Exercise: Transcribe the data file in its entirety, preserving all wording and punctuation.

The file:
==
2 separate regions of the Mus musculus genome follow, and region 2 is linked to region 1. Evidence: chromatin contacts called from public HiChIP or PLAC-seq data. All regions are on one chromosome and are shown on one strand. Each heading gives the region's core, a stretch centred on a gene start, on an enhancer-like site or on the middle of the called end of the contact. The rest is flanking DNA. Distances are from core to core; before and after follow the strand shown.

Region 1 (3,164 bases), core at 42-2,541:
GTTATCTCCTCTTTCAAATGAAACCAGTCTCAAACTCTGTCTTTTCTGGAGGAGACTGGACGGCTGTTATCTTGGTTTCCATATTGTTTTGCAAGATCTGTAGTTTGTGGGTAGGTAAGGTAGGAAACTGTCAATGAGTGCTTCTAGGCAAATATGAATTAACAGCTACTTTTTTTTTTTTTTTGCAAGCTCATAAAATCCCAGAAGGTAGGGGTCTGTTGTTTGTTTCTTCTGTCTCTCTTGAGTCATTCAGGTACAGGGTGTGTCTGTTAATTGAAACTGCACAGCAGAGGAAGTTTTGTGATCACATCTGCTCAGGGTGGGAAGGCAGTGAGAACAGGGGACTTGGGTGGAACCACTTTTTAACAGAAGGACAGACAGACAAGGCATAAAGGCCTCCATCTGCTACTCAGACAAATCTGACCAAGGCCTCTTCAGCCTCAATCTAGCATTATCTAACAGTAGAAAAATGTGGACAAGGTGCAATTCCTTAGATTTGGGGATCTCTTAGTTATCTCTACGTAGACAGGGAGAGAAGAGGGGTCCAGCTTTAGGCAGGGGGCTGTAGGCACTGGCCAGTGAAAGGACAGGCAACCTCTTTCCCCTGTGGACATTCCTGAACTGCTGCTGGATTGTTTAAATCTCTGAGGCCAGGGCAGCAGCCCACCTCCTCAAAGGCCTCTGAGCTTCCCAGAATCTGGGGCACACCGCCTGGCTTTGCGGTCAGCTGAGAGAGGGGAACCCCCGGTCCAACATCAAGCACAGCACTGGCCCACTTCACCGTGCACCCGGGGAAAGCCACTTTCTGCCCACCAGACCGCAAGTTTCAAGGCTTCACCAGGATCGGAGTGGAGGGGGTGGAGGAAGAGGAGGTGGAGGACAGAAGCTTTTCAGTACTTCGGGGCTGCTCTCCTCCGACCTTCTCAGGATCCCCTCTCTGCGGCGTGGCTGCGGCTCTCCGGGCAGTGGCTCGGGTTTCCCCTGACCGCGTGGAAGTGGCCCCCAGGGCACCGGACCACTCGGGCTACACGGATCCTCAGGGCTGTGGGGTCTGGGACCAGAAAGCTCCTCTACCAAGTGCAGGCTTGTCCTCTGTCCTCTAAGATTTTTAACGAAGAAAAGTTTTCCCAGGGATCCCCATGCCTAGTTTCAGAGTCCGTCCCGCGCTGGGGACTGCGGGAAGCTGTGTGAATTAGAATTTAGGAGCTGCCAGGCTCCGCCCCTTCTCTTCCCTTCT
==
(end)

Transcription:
2 separate regions of the Mus musculus genome follow, and region 2 is linked to region 1. Evidence: chromatin contacts called from public HiChIP or PLAC-seq data. All regions are on one chromosome and are shown on one strand. Each heading gives the region's core, a stretch centred on a gene start, on an enhancer-like site or on the middle of the called end of the contact. The rest is flanking DNA. Distances are from core to core; before and after follow the strand shown.

Region 1 (3,164 bases), core at 42-2,541:
GTTATCTCCTCTTTCAAATGAAACCAGTCTCAAACTCTGTCTTTTCTGGAGGAGACTGGACGGCTGTTATCTTGGTTTCCATATTGTTTTGCAAGATCTGTAGTTTGTGGGTAGGTAAGGTAGGAAACTGTCAATGAGTGCTTCTAGGCAAATATGAATTAACAGCTACTTTTTTTTTTTTTTTGCAAGCTCATAAAATCCCAGAAGGTAGGGGTCTGTTGTTTGTTTCTTCTGTCTCTCTTGAGTCATTCAGGTACAGGGTGTGTCTGTTAATTGAAACTGCACAGCAGAGGAAGTTTTGTGATCACATCTGCTCAGGGTGGGAAGGCAGTGAGAACAGGGGACTTGGGTGGAACCACTTTTTAACAGAAGGACAGACAGACAAGGCATAAAGGCCTCCATCTGCTACTCAGACAAATCTGACCAAGGCCTCTTCAGCCTCAATCTAGCATTATCTAACAGTAGAAAAATGTGGACAAGGTGCAATTCCTTAGATTTGGGGATCTCTTAGTTATCTCTACGTAGACAGGGAGAGAAGAGGGGTCCAGCTTTAGGCAGGGGGCTGTAGGCACTGGCCAGTGAAAGGACAGGCAACCTCTTTCCCCTGTGGACATTCCTGAACTGCTGCTGGATTGTTTAAATCTCTGAGGCCAGGGCAGCAGCCCACCTCCTCAAAGGCCTCTGAGCTTCCCAGAATCTGGGGCACACCGCCTGGCTTTGCGGTCAGCTGAGAGAGGGGAACCCCCGGTCCAACATCAAGCACAGCACTGGCCCACTTCACCGTGCACCCGGGGAAAGCCACTTTCTGCCCACCAGACCGCAAGTTTCAAGGCTTCACCAGGATCGGAGTGGAGGGGGTGGAGGAAGAGGAGGTGGAGGACAGAAGCTTTTCAGTACTTCGGGGCTGCTCTCCTCCGACCTTCTCAGGATCCCCTCTCTGCGGCGTGGCTGCGGCTCTCCGGGCAGTGGCTCGGGTTTCCCCTGACCGCGTGGAAGTGGCCCCCAGGGCACCGGACCACTCGGGCTACACGGATCCTCAGGGCTGTGGGGTCTGGGACCAGAAAGCTCCTCTACCAAGTGCAGGCTTGTCCTCTGTCCTCTAAGATTTTTAACGAAGAAAAGTTTTCCCAGGGATCCCCATGCCTAGTTTCAGAGTCCGTCCCGCGCTGGGGACTGCGGGAAGCTGTGTGAATTAGAATTTAGGAGCTGCCAGGCTCCGCCCCTTCTCTTCCCTTCT